Russian Warships Head to Australia Ahead of G20 Summit

Russian sailor
A Russian sailor takes part in a naval parade rehearsal in the far eastern port of Vladivostok July 25, 2014. Yuri Maltsev/Reuters

A fleet of Russian warships are heading towards Australia's coast just days before the G20 summit in Brisbane, Australia's defence ministry announced on Wednesday.

The Australian Defence Force (ADF) are monitoring four vessels, including a cruiser, a destroyer, a refuelling ship and one of the world's most powerful tug boats. The ships are currently believed to be in the Coral Sea near Papua New Guinea, heading towards Australia's east coast.

The presence of Russian naval ships in the region comes days before the G20 summit this weekend in which leaders from around the world, including Russian president Vladimir Putin, meet to discuss how to respond to the global financial crisis.

It also comes after weeks of tensions between the Australian prime minister Tony Abbott and Putin over the shooting down of the Malaysian Airlines passenger plane MH17 over eastern Ukraine, which killed all 298 people on board, including 38 Australians.

Last month, Abbott, who has accused pro-Russian rebels in Ukraine's Donetsk region of shooting down the plane, anticipated a confrontation with Putin at the G20 summit, saying he intended to "shirtfront" the Russian president over the issue, referring to an illegal technique in Australian football in which you manhandle an opposing player to the ground.

On the sidelines of the Asia-Pacific Economic Co-operation (APEC) summit held in Beijing yesterday, Abbott told Putin that Australia "was in possession of information suggesting that MH17 was destroyed by a missile from a launcher that had come out of Russia, was fired from inside eastern Ukraine and then returned to Russia", the prime minister's office said.

He said that, if this was true, it would be "a very serious matter''.

Putin's spokesman Dmitry Peskov said that Abbott did not try to 'shirtfront' Putin in the meeting.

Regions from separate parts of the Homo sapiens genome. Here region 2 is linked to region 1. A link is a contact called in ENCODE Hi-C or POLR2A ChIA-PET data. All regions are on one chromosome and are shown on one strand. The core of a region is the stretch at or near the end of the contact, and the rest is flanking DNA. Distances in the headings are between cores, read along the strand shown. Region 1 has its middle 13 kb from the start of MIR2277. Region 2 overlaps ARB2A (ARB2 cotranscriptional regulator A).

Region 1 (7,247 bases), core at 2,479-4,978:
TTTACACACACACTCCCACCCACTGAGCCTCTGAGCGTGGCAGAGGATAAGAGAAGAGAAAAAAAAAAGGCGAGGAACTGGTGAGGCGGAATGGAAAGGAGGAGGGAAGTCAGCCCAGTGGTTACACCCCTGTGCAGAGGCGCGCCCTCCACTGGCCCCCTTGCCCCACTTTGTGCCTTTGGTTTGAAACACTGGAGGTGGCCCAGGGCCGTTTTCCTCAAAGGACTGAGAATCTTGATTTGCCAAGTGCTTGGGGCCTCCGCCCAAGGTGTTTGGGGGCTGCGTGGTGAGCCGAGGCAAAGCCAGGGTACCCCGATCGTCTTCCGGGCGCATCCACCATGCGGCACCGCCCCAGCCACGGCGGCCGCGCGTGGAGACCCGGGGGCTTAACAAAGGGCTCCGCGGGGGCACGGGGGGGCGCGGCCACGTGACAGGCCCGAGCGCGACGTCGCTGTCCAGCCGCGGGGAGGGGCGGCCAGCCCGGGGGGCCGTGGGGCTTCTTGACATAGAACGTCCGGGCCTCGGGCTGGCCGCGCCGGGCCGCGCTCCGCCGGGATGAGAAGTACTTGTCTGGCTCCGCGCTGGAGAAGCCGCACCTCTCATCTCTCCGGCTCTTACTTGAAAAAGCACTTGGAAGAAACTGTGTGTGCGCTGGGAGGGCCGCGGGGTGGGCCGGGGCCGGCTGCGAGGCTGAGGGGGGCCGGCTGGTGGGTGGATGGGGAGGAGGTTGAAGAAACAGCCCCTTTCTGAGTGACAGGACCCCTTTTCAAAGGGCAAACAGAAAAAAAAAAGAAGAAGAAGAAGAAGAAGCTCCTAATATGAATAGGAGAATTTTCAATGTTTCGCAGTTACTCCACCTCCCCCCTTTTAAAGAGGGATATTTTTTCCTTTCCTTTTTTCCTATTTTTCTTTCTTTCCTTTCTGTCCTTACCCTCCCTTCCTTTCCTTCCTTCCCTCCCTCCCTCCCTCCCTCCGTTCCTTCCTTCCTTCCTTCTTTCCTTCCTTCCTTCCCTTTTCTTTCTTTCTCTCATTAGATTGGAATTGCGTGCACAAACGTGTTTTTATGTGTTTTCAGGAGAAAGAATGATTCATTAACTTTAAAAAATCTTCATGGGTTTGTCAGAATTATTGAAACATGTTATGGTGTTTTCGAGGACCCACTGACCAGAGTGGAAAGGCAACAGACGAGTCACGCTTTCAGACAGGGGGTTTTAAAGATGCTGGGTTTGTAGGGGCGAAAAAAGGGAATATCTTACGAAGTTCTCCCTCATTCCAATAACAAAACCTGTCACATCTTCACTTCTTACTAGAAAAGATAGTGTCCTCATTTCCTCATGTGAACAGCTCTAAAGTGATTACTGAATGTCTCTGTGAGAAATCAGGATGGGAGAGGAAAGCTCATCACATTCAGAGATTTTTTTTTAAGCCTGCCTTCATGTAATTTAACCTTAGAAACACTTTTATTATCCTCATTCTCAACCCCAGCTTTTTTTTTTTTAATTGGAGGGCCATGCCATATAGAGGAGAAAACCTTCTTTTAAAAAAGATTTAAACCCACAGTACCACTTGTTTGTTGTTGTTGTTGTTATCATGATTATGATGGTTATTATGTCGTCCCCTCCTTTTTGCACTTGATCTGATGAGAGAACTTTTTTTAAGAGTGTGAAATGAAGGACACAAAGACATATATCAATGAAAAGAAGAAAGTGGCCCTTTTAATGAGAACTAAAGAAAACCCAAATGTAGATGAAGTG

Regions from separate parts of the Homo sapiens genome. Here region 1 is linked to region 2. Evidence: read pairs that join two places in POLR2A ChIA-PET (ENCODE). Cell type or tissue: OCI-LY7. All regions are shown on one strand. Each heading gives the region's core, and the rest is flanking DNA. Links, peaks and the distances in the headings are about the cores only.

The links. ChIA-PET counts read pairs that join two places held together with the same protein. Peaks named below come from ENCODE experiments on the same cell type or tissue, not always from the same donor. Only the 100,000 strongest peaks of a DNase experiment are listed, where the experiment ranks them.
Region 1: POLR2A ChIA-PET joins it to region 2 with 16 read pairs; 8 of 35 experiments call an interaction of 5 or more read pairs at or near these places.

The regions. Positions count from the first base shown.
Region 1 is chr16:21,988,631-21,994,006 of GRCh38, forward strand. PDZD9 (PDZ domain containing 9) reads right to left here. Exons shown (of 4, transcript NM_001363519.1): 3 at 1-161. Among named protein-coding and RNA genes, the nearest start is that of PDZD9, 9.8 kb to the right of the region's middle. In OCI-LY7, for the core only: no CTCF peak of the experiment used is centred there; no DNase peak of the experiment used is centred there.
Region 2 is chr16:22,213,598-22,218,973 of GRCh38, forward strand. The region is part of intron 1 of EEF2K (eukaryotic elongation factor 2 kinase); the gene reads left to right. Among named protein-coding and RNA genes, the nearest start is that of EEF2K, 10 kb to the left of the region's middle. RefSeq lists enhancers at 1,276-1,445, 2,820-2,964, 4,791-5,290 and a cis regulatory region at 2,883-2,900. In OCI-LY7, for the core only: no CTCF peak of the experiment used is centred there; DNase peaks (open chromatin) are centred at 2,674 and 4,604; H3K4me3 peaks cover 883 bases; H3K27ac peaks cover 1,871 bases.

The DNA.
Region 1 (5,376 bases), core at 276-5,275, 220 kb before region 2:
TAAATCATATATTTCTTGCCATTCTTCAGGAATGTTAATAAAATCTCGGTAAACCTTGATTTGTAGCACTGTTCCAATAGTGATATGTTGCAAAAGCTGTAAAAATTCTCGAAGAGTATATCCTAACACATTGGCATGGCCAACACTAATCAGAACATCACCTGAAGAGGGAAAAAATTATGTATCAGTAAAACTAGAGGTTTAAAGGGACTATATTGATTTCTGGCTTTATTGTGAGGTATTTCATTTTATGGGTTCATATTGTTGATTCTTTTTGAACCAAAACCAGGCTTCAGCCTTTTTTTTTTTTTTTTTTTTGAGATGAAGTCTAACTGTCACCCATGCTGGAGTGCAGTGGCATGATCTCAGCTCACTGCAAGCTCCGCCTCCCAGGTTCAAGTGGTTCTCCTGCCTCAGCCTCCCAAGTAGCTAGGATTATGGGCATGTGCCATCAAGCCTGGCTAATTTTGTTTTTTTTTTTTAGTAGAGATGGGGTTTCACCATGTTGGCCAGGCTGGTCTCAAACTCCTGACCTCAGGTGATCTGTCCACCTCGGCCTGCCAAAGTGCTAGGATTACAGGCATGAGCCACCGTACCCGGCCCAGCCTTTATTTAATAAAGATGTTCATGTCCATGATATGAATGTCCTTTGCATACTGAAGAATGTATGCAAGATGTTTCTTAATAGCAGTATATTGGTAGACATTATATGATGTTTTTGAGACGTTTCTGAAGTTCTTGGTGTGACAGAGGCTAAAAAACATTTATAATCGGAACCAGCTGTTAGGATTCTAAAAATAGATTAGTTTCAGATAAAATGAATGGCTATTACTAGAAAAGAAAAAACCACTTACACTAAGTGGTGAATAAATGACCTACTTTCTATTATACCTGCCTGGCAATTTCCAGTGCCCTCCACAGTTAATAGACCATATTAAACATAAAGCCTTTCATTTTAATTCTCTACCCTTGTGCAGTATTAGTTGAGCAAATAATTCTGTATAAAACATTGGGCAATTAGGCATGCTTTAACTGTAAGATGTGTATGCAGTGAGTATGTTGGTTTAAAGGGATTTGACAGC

The deployment of the warships has been interpreted as another flexing of Russia's military might, following increased naval and air incursions over and around Europe. Nigel West, an intelligence community historian, told Newsweek: "The deployment of the Russian task force to Australia is a classic 'projection of power', a well-known diplomatic maneuver. Putin is deliberately demonstrating a capability to send warships anywhere in the world."

In a statement, the ADF said that this was not the first international conference that Russia had attended with an accompanying convoy of military vessels - Russian ships were also present at the 2009 (APEC) summit in Singapore as well as the former Russian president Dmitry Medvedev's visit to San Francisco in 2010.

Nonetheless, the ADF have deployed P3 Orion planes and a naval warship known as frigate HMAS Stuart to keep an eye on the Russian fleet.

"The movement of these vessels is entirely consistent with the provisions under international law for military vessels to exercise freedom of navigation in international borders," the statement said.

The deployment comes just days after the release of a report detailing the dangers of increased naval and aerial confrontations between Russia and Western forces.

In one of the incidents documented in the report, a Russian military plane, flying without its transponder on and therefore undetected by air-traffic control, came within 90 metres of a Scandinavian airlines passenger plane taking off from Copenhagen.

According to Nigel West: "Putin's message is clear. He's saying, 'I have a global reach and Russia needs to be taken seriously again as a world power'.".

"His message is not a threat, but a political statement," said West.